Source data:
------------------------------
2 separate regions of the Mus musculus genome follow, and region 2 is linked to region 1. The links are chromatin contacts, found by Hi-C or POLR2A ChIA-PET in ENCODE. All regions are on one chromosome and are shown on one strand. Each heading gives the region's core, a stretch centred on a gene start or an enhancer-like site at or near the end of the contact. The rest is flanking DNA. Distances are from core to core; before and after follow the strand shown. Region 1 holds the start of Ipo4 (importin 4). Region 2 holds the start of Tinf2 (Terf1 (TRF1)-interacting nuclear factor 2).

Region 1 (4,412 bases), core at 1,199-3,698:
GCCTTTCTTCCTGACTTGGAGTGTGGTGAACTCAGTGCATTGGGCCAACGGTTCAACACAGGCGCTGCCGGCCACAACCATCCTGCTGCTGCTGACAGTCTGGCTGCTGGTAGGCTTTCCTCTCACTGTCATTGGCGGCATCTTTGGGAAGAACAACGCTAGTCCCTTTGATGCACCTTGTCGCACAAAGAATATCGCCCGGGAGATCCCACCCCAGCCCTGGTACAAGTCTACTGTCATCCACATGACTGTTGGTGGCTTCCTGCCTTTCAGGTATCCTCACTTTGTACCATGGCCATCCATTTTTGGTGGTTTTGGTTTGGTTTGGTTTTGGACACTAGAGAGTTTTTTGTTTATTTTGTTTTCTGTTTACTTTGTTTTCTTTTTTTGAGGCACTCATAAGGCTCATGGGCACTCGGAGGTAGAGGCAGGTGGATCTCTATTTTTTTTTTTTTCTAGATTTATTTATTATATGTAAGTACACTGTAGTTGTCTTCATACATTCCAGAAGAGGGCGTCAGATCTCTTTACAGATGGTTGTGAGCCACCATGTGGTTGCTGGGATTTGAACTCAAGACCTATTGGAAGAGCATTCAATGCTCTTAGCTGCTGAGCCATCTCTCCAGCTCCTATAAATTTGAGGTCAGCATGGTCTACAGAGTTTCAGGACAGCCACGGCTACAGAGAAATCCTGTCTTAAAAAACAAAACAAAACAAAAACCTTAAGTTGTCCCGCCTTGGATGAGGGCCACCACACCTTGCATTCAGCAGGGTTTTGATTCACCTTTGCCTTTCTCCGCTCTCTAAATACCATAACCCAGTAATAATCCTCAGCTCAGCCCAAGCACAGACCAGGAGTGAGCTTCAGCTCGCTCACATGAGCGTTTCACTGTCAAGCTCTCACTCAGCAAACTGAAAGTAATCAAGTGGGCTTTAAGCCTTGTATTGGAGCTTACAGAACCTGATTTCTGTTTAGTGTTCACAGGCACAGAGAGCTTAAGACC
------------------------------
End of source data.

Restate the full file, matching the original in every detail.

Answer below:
2 separate regions of the Mus musculus genome follow, and region 2 is linked to region 1. The links are chromatin contacts, found by Hi-C or POLR2A ChIA-PET in ENCODE. All regions are on one chromosome and are shown on one strand. Each heading gives the region's core, a stretch centred on a gene start or an enhancer-like site at or near the end of the contact. The rest is flanking DNA. Distances are from core to core; before and after follow the strand shown. Region 1 holds the start of Ipo4 (importin 4). Region 2 holds the start of Tinf2 (Terf1 (TRF1)-interacting nuclear factor 2).

Region 1 (4,412 bases), core at 1,199-3,698:
GCCTTTCTTCCTGACTTGGAGTGTGGTGAACTCAGTGCATTGGGCCAACGGTTCAACACAGGCGCTGCCGGCCACAACCATCCTGCTGCTGCTGACAGTCTGGCTGCTGGTAGGCTTTCCTCTCACTGTCATTGGCGGCATCTTTGGGAAGAACAACGCTAGTCCCTTTGATGCACCTTGTCGCACAAAGAATATCGCCCGGGAGATCCCACCCCAGCCCTGGTACAAGTCTACTGTCATCCACATGACTGTTGGTGGCTTCCTGCCTTTCAGGTATCCTCACTTTGTACCATGGCCATCCATTTTTGGTGGTTTTGGTTTGGTTTGGTTTTGGACACTAGAGAGTTTTTTGTTTATTTTGTTTTCTGTTTACTTTGTTTTCTTTTTTTGAGGCACTCATAAGGCTCATGGGCACTCGGAGGTAGAGGCAGGTGGATCTCTATTTTTTTTTTTTTCTAGATTTATTTATTATATGTAAGTACACTGTAGTTGTCTTCATACATTCCAGAAGAGGGCGTCAGATCTCTTTACAGATGGTTGTGAGCCACCATGTGGTTGCTGGGATTTGAACTCAAGACCTATTGGAAGAGCATTCAATGCTCTTAGCTGCTGAGCCATCTCTCCAGCTCCTATAAATTTGAGGTCAGCATGGTCTACAGAGTTTCAGGACAGCCACGGCTACAGAGAAATCCTGTCTTAAAAAACAAAACAAAACAAAAACCTTAAGTTGTCCCGCCTTGGATGAGGGCCACCACACCTTGCATTCAGCAGGGTTTTGATTCACCTTTGCCTTTCTCCGCTCTCTAAATACCATAACCCAGTAATAATCCTCAGCTCAGCCCAAGCACAGACCAGGAGTGAGCTTCAGCTCGCTCACATGAGCGTTTCACTGTCAAGCTCTCACTCAGCAAACTGAAAGTAATCAAGTGGGCTTTAAGCCTTGTATTGGAGCTTACAGAACCTGATTTCTGTTTAGTGTTCACAGGCACAGAGAGCTTAAGACC